The Department of the Treasury announced economic sanctions Friday on an Iranian government intelligence agency and its head for engaging in cyberattacks against the United States and other countries.
The Office of Foreign Assets Control said that since at least 2007, the Iranian Ministry of Intelligence and Security, and hackers working as their proxy have targeted governments, private businesses and critical infrastructure entities around the world with malicious cyber operations, including ransomware and cyberespionage campaigns, to advance Iranian political goals.
The sanctions apply to the ministry as well as Minister of Intelligence Esmail Khatib. The designation freezes any assets the ministry or Esmail may have within U.S. jurisdiction and prohibits U.S. persons or companies from doing business with them. Iran and its government are already subject to multiple sanctions that would prevent or impede them from financial transactions with U.S. entities.
The notice also makes reference to the July 2022 hacking of Albanian government computer systems, which private U.S. threat intelligence companies like Mandiant attributed as a likely Iranian-directed campaign over the summer. This week, the Albanian government severed diplomatic ties with Iran in retaliation.
In a statement, Brian E. Nelson, under secretary of the treasury for terrorism and financial intelligence, backed up those assertions and accused Tehran of violating international cyber norms.
“Iran’s cyberattack against Albania disregards norms of responsible peacetime state behavior in cyberspace, which includes a norm on refraining from damaging critical infrastructure that provides services to the public,” Nelson said. “We will not tolerate Iran’s increasingly aggressive cyber activities targeting the United States or our allies and partners.”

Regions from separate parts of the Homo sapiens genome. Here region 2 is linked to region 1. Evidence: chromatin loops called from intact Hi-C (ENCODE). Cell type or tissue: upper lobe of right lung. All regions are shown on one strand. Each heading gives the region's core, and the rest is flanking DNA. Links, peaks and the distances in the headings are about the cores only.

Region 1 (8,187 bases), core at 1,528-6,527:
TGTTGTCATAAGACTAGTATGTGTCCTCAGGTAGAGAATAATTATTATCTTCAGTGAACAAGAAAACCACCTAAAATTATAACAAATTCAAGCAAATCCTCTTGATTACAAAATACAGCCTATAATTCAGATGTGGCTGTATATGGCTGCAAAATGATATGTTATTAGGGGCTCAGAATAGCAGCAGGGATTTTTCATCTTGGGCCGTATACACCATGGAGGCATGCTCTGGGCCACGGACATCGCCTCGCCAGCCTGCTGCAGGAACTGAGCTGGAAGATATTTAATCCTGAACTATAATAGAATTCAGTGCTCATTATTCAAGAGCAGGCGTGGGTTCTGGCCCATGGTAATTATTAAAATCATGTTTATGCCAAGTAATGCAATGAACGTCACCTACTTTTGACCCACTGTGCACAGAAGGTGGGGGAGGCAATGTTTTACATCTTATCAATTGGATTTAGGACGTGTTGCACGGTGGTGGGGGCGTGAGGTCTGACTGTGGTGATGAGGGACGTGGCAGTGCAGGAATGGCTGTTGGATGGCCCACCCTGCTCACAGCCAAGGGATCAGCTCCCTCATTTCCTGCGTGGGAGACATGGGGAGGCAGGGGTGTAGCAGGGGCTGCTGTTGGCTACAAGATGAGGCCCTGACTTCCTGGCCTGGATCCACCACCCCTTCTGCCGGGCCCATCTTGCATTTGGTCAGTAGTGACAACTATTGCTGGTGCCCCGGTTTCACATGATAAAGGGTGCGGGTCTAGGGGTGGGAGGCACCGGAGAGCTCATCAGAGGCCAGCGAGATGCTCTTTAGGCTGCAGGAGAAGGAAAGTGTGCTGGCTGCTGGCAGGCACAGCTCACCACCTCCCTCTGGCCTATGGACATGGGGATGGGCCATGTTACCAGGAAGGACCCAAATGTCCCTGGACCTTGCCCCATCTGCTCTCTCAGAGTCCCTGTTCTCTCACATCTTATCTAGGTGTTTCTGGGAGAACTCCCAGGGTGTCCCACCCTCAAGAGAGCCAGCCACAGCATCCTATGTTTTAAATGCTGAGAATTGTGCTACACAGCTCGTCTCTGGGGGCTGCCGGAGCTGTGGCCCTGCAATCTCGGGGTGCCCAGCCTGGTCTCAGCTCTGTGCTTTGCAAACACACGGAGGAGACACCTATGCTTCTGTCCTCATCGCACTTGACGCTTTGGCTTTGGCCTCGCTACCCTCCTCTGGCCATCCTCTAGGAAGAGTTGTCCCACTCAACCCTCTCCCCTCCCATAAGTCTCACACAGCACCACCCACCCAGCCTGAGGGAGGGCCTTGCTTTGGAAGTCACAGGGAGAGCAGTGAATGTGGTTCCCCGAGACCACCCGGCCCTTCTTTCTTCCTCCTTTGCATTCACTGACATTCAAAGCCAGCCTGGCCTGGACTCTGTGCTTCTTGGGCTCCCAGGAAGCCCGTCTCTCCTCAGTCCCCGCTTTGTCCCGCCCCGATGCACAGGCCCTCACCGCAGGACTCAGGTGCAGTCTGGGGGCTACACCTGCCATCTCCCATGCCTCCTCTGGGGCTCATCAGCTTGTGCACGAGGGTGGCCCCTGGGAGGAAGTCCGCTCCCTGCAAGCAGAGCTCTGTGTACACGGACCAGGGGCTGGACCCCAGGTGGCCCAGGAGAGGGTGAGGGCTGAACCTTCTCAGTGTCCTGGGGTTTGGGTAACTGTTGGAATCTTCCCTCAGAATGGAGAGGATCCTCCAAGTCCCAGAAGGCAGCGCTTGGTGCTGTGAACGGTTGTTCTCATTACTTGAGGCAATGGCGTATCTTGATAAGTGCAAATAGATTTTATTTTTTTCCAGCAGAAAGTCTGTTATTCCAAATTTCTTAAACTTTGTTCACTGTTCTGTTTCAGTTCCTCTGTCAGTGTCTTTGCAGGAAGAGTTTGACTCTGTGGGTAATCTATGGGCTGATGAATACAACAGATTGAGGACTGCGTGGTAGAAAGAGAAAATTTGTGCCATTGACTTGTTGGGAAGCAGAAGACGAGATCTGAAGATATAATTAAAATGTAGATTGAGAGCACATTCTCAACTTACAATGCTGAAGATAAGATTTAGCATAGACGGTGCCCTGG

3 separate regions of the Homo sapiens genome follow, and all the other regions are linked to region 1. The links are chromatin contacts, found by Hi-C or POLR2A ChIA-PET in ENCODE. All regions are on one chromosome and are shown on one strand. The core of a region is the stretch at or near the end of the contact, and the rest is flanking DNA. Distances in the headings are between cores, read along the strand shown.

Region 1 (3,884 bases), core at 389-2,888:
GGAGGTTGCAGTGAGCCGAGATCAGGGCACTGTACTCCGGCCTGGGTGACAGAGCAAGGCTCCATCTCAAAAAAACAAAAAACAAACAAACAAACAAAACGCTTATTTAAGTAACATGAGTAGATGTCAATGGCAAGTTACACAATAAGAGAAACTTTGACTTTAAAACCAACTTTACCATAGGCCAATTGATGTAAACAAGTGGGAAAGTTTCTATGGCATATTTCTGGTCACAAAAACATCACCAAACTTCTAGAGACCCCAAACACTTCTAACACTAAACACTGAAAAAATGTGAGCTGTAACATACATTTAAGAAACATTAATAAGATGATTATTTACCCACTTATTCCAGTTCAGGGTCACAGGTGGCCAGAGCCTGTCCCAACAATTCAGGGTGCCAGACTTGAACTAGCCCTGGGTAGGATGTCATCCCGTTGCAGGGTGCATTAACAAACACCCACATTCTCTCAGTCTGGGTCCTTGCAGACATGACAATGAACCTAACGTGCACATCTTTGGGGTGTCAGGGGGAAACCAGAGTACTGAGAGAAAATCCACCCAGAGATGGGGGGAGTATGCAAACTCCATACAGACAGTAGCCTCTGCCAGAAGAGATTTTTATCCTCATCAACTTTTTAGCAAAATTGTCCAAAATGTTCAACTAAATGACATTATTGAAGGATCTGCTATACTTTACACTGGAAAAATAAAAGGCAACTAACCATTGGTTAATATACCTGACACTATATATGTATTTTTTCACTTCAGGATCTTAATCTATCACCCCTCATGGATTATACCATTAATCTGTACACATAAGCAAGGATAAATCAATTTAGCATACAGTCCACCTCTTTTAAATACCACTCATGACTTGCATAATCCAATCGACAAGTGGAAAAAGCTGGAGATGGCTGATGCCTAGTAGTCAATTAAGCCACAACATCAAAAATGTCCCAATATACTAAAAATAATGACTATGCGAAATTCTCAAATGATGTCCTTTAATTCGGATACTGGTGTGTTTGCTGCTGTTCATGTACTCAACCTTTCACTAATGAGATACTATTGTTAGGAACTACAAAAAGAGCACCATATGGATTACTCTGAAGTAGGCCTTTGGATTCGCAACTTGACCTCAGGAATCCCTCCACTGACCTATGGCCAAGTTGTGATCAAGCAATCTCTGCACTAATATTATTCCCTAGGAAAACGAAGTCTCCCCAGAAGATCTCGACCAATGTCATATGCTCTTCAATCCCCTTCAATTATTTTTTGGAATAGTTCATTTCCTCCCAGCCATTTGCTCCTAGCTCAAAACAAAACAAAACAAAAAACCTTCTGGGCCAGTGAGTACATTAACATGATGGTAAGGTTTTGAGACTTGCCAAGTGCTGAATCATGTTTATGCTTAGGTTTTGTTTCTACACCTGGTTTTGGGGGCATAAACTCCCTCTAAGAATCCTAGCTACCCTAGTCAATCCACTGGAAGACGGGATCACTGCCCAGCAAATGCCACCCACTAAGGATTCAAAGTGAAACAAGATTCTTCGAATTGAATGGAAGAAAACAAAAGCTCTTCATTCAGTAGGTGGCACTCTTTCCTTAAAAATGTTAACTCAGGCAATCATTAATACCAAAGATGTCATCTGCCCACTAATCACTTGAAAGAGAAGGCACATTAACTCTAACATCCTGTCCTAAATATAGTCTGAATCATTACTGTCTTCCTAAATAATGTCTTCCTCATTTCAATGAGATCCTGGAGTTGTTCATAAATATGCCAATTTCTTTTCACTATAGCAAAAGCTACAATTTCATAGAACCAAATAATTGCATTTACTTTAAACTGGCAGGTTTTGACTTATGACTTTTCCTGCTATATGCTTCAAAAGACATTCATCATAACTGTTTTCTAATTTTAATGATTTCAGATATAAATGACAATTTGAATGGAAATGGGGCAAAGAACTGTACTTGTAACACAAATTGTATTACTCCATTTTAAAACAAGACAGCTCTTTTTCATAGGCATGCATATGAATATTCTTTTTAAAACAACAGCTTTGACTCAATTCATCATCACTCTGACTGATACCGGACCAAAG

One of the proxies accused of working on Iran’s behalf is the group known as MuddyWater, which has targeted networks in the U.S., Middle East and Europe for cyberespionage campaigns. Last year, the U.S., UK and Australian governments put out a joint alert that accused the group of exploiting multiple, high-impact vulnerabilities in order to deploy BitLocker ransomware and conduct other post-exploitation activities against critical infrastructure.
John Hultquist, vice president of intelligence at Mandiant, said the Iranian Ministry of Intelligence and Security conducts cyber espionage and “disruptive” ransomware attacks in tandem with the Iranian Revolutionary Guard Corps. They have also targeted Mujahedin-e-Khalq, an anti-Iranian regime group that was referenced in ransom messages on Albanian government computers, in past operations. Mandiant has linked the ministry to least two other advanced persistent threat groups, APT34 and APT39.
“They are largely focused on classic espionage targets such as governments and dissidents, and they have been found targeting upstream sources of intelligence like telecommunications firms and companies with potentially valuable PII. Furthermore, they have a history of targeting the MeK, the group at the center of the Albanian incident,” Hultquist said in a statement. “These actors have also been involved in ransomware incidents that may have been ultimately designed for disruptive purposes rather than financial gain. Those operations were a template for the Albania attack.”
It’s the second set of U.S. sanctions placed on Iranian entities this week. On Sept. 8, Treasury also levied sanctions on the Tehran-based Safiran Airport Services and three Iranian drone-makers for shipping unmanned aerial vehicles to Russia for its war against Ukraine.
“We will also use all available tools, including sanctions, to prevent, deter, and dismantle the procurement networks that supply UAV-related material and technology to Iran, as well as the Iranian entities that engage in such proliferation,” said Secretary of State Antony Blinken. “We also warn any third country that seeks to purchase these drones from Iran that doing so implicates multiple U.S. sanction authorities.”